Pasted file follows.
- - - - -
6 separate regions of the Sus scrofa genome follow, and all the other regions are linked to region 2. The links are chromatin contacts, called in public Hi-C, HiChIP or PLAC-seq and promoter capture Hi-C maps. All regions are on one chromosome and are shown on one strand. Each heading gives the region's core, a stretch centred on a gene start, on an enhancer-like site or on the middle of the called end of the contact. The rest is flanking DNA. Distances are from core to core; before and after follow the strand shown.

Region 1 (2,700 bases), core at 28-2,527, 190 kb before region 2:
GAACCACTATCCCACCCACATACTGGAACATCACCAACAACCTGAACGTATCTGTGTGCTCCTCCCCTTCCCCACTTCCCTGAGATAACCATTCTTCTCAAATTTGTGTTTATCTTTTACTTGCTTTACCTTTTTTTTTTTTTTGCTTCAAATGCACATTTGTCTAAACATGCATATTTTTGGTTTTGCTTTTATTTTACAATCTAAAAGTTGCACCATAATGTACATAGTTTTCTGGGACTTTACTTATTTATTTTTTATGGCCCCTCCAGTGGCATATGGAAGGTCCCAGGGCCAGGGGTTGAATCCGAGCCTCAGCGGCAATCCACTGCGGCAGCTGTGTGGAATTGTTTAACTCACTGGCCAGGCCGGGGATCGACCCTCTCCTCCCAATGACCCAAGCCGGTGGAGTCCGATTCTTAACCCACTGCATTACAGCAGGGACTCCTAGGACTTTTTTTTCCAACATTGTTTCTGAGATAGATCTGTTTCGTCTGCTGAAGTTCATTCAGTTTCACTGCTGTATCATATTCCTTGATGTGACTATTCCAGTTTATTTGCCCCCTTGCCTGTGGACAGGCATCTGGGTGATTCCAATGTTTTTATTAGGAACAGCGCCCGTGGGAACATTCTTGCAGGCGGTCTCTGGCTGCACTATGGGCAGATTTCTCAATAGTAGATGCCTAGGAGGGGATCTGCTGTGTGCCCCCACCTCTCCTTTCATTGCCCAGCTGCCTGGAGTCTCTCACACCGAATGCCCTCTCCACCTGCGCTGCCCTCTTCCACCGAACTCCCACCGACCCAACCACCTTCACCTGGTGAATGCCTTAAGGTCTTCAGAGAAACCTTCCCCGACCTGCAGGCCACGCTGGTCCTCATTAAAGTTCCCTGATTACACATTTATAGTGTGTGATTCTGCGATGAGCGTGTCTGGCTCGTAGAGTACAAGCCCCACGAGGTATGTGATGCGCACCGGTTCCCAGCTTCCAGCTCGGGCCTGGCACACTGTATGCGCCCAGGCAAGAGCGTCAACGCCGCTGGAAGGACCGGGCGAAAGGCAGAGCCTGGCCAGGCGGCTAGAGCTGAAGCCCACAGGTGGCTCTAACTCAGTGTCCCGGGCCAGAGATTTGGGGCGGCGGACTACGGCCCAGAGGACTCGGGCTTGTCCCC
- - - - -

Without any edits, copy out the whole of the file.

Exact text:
6 separate regions of the Sus scrofa genome follow, and all the other regions are linked to region 2. The links are chromatin contacts, called in public Hi-C, HiChIP or PLAC-seq and promoter capture Hi-C maps. All regions are on one chromosome and are shown on one strand. Each heading gives the region's core, a stretch centred on a gene start, on an enhancer-like site or on the middle of the called end of the contact. The rest is flanking DNA. Distances are from core to core; before and after follow the strand shown.

Region 1 (2,700 bases), core at 28-2,527, 190 kb before region 2:
GAACCACTATCCCACCCACATACTGGAACATCACCAACAACCTGAACGTATCTGTGTGCTCCTCCCCTTCCCCACTTCCCTGAGATAACCATTCTTCTCAAATTTGTGTTTATCTTTTACTTGCTTTACCTTTTTTTTTTTTTTGCTTCAAATGCACATTTGTCTAAACATGCATATTTTTGGTTTTGCTTTTATTTTACAATCTAAAAGTTGCACCATAATGTACATAGTTTTCTGGGACTTTACTTATTTATTTTTTATGGCCCCTCCAGTGGCATATGGAAGGTCCCAGGGCCAGGGGTTGAATCCGAGCCTCAGCGGCAATCCACTGCGGCAGCTGTGTGGAATTGTTTAACTCACTGGCCAGGCCGGGGATCGACCCTCTCCTCCCAATGACCCAAGCCGGTGGAGTCCGATTCTTAACCCACTGCATTACAGCAGGGACTCCTAGGACTTTTTTTTCCAACATTGTTTCTGAGATAGATCTGTTTCGTCTGCTGAAGTTCATTCAGTTTCACTGCTGTATCATATTCCTTGATGTGACTATTCCAGTTTATTTGCCCCCTTGCCTGTGGACAGGCATCTGGGTGATTCCAATGTTTTTATTAGGAACAGCGCCCGTGGGAACATTCTTGCAGGCGGTCTCTGGCTGCACTATGGGCAGATTTCTCAATAGTAGATGCCTAGGAGGGGATCTGCTGTGTGCCCCCACCTCTCCTTTCATTGCCCAGCTGCCTGGAGTCTCTCACACCGAATGCCCTCTCCACCTGCGCTGCCCTCTTCCACCGAACTCCCACCGACCCAACCACCTTCACCTGGTGAATGCCTTAAGGTCTTCAGAGAAACCTTCCCCGACCTGCAGGCCACGCTGGTCCTCATTAAAGTTCCCTGATTACACATTTATAGTGTGTGATTCTGCGATGAGCGTGTCTGGCTCGTAGAGTACAAGCCCCACGAGGTATGTGATGCGCACCGGTTCCCAGCTTCCAGCTCGGGCCTGGCACACTGTATGCGCCCAGGCAAGAGCGTCAACGCCGCTGGAAGGACCGGGCGAAAGGCAGAGCCTGGCCAGGCGGCTAGAGCTGAAGCCCACAGGTGGCTCTAACTCAGTGTCCCGGGCCAGAGATTTGGGGCGGCGGACTACGGCCCAGAGGACTCGGGCTTGTCCCC